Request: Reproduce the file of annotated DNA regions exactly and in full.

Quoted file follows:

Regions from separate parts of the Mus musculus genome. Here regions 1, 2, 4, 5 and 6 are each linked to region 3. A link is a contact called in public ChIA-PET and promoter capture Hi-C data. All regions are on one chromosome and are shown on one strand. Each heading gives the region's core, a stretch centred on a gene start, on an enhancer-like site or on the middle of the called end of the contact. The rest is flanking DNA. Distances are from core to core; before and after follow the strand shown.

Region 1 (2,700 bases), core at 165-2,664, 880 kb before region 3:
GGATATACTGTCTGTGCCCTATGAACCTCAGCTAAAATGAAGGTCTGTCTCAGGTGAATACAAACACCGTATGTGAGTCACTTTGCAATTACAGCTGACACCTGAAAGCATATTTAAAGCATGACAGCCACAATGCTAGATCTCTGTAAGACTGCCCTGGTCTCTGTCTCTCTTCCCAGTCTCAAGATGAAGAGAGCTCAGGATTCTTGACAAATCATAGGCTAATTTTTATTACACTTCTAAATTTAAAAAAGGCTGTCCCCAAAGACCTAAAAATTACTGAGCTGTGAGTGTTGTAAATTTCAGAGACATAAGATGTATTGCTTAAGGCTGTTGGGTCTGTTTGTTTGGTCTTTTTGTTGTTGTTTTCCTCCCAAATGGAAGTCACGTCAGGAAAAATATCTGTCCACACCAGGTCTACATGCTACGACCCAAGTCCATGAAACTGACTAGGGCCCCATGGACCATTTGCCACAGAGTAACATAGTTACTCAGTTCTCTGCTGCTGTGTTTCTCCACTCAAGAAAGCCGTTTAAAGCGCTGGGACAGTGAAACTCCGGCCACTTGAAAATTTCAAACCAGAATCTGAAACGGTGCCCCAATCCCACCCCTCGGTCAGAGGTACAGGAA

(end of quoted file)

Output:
Regions from separate parts of the Mus musculus genome. Here regions 1, 2, 4, 5 and 6 are each linked to region 3. A link is a contact called in public ChIA-PET and promoter capture Hi-C data. All regions are on one chromosome and are shown on one strand. Each heading gives the region's core, a stretch centred on a gene start, on an enhancer-like site or on the middle of the called end of the contact. The rest is flanking DNA. Distances are from core to core; before and after follow the strand shown.

Region 1 (2,700 bases), core at 165-2,664, 880 kb before region 3:
GGATATACTGTCTGTGCCCTATGAACCTCAGCTAAAATGAAGGTCTGTCTCAGGTGAATACAAACACCGTATGTGAGTCACTTTGCAATTACAGCTGACACCTGAAAGCATATTTAAAGCATGACAGCCACAATGCTAGATCTCTGTAAGACTGCCCTGGTCTCTGTCTCTCTTCCCAGTCTCAAGATGAAGAGAGCTCAGGATTCTTGACAAATCATAGGCTAATTTTTATTACACTTCTAAATTTAAAAAAGGCTGTCCCCAAAGACCTAAAAATTACTGAGCTGTGAGTGTTGTAAATTTCAGAGACATAAGATGTATTGCTTAAGGCTGTTGGGTCTGTTTGTTTGGTCTTTTTGTTGTTGTTTTCCTCCCAAATGGAAGTCACGTCAGGAAAAATATCTGTCCACACCAGGTCTACATGCTACGACCCAAGTCCATGAAACTGACTAGGGCCCCATGGACCATTTGCCACAGAGTAACATAGTTACTCAGTTCTCTGCTGCTGTGTTTCTCCACTCAAGAAAGCCGTTTAAAGCGCTGGGACAGTGAAACTCCGGCCACTTGAAAATTTCAAACCAGAATCTGAAACGGTGCCCCAATCCCACCCCTCGGTCAGAGGTACAGGAA